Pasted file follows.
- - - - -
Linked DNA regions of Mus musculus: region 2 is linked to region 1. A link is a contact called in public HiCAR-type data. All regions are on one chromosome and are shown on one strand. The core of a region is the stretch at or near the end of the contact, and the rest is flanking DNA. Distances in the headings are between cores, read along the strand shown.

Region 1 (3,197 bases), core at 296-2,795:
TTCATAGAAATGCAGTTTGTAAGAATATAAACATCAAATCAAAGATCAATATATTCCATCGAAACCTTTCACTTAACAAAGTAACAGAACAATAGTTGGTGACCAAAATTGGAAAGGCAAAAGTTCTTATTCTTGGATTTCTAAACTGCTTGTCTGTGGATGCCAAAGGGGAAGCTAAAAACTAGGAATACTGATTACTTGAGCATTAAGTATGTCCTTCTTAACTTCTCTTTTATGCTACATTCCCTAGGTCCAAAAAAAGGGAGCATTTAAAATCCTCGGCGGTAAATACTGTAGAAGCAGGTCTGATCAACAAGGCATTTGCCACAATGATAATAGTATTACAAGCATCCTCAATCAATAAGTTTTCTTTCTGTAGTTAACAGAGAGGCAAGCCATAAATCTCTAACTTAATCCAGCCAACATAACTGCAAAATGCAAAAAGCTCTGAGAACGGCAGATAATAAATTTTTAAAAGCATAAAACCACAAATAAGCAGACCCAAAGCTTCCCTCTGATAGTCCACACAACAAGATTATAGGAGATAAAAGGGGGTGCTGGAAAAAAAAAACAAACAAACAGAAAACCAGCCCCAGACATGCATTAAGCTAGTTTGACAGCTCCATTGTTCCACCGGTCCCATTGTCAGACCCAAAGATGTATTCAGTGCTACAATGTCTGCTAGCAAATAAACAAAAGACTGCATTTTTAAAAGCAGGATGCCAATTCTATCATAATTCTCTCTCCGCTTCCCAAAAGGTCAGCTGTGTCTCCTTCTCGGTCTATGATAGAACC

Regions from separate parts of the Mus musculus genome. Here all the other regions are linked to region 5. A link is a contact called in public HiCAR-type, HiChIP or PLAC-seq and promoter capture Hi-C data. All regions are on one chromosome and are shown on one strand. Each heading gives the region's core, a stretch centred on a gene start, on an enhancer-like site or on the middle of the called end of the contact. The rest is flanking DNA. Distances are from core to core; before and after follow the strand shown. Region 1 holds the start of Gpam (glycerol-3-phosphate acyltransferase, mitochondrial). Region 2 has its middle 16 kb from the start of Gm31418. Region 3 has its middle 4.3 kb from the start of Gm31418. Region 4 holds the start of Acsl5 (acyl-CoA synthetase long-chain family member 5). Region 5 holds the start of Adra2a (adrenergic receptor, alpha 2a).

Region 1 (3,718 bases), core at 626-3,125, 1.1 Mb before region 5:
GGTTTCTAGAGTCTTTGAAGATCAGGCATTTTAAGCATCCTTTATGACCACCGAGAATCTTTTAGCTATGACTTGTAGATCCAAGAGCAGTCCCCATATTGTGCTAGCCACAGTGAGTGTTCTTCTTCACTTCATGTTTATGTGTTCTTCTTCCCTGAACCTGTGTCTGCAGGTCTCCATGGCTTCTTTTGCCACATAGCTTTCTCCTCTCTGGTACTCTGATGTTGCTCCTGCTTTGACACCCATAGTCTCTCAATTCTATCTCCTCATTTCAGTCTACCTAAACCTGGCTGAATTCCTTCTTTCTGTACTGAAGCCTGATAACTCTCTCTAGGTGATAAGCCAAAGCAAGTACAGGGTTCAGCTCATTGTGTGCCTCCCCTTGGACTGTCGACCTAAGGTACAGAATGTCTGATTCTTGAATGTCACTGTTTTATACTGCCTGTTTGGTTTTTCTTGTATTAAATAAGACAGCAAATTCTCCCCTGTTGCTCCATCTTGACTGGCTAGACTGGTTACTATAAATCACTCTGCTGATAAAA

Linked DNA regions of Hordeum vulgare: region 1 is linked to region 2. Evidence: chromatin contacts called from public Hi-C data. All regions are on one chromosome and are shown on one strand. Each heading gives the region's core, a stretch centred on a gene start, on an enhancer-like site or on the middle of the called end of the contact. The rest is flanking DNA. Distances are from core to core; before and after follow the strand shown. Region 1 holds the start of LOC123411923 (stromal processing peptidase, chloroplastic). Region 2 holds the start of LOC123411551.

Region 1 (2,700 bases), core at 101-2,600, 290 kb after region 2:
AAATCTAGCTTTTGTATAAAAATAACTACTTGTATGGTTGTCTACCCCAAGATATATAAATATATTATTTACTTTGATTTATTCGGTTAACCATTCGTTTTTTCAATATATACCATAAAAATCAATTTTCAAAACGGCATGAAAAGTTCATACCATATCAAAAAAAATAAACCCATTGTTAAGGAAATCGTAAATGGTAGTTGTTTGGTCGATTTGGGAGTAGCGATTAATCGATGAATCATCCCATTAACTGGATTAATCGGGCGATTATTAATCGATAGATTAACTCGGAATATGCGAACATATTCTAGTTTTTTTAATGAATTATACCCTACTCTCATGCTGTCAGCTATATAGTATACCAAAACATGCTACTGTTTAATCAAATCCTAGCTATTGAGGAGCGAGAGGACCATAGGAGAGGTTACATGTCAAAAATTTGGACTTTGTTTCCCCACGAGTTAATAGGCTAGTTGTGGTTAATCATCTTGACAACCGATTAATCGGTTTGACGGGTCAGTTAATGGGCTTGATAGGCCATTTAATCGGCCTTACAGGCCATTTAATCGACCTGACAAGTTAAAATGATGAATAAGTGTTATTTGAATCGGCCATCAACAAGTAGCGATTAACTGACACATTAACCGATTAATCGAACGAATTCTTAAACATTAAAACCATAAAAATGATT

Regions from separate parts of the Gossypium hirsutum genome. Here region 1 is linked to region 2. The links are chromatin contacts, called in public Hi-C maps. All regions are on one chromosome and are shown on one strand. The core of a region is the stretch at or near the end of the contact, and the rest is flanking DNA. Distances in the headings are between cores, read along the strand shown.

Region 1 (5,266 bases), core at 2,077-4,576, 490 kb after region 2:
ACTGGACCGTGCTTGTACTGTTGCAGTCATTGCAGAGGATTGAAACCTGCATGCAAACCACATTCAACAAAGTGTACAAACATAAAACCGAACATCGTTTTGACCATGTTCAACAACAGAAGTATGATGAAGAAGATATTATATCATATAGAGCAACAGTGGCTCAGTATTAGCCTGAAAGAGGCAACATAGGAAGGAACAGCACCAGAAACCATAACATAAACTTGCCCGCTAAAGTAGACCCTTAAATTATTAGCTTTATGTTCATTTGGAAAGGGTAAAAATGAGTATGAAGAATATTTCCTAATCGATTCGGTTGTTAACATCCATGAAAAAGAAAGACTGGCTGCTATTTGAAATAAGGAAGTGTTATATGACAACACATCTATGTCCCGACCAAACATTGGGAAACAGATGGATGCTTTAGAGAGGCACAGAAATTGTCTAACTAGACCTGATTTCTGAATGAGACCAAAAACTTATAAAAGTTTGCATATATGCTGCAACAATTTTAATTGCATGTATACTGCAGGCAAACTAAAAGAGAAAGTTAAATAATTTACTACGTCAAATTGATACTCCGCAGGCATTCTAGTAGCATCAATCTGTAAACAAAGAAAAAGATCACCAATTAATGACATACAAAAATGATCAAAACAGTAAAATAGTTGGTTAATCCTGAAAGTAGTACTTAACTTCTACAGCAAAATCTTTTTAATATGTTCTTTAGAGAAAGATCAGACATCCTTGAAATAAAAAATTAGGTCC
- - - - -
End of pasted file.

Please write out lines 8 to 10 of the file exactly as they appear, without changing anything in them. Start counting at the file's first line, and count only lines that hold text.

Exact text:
Region 1 (2,700 bases), core at 101-2,600, 290 kb after region 2:
AAATCTAGCTTTTGTATAAAAATAACTACTTGTATGGTTGTCTACCCCAAGATATATAAATATATTATTTACTTTGATTTATTCGGTTAACCATTCGTTTTTTCAATATATACCATAAAAATCAATTTTCAAAACGGCATGAAAAGTTCATACCATATCAAAAAAAATAAACCCATTGTTAAGGAAATCGTAAATGGTAGTTGTTTGGTCGATTTGGGAGTAGCGATTAATCGATGAATCATCCCATTAACTGGATTAATCGGGCGATTATTAATCGATAGATTAACTCGGAATATGCGAACATATTCTAGTTTTTTTAATGAATTATACCCTACTCTCATGCTGTCAGCTATATAGTATACCAAAACATGCTACTGTTTAATCAAATCCTAGCTATTGAGGAGCGAGAGGACCATAGGAGAGGTTACATGTCAAAAATTTGGACTTTGTTTCCCCACGAGTTAATAGGCTAGTTGTGGTTAATCATCTTGACAACCGATTAATCGGTTTGACGGGTCAGTTAATGGGCTTGATAGGCCATTTAATCGGCCTTACAGGCCATTTAATCGACCTGACAAGTTAAAATGATGAATAAGTGTTATTTGAATCGGCCATCAACAAGTAGCGATTAACTGACACATTAACCGATTAATCGAACGAATTCTTAAACATTAAAACCATAAAAATGATT

Regions from separate parts of the Gossypium hirsutum genome. Here region 1 is linked to region 2. The links are chromatin contacts, called in public Hi-C maps. All regions are on one chromosome and are shown on one strand. The core of a region is the stretch at or near the end of the contact, and the rest is flanking DNA. Distances in the headings are between cores, read along the strand shown.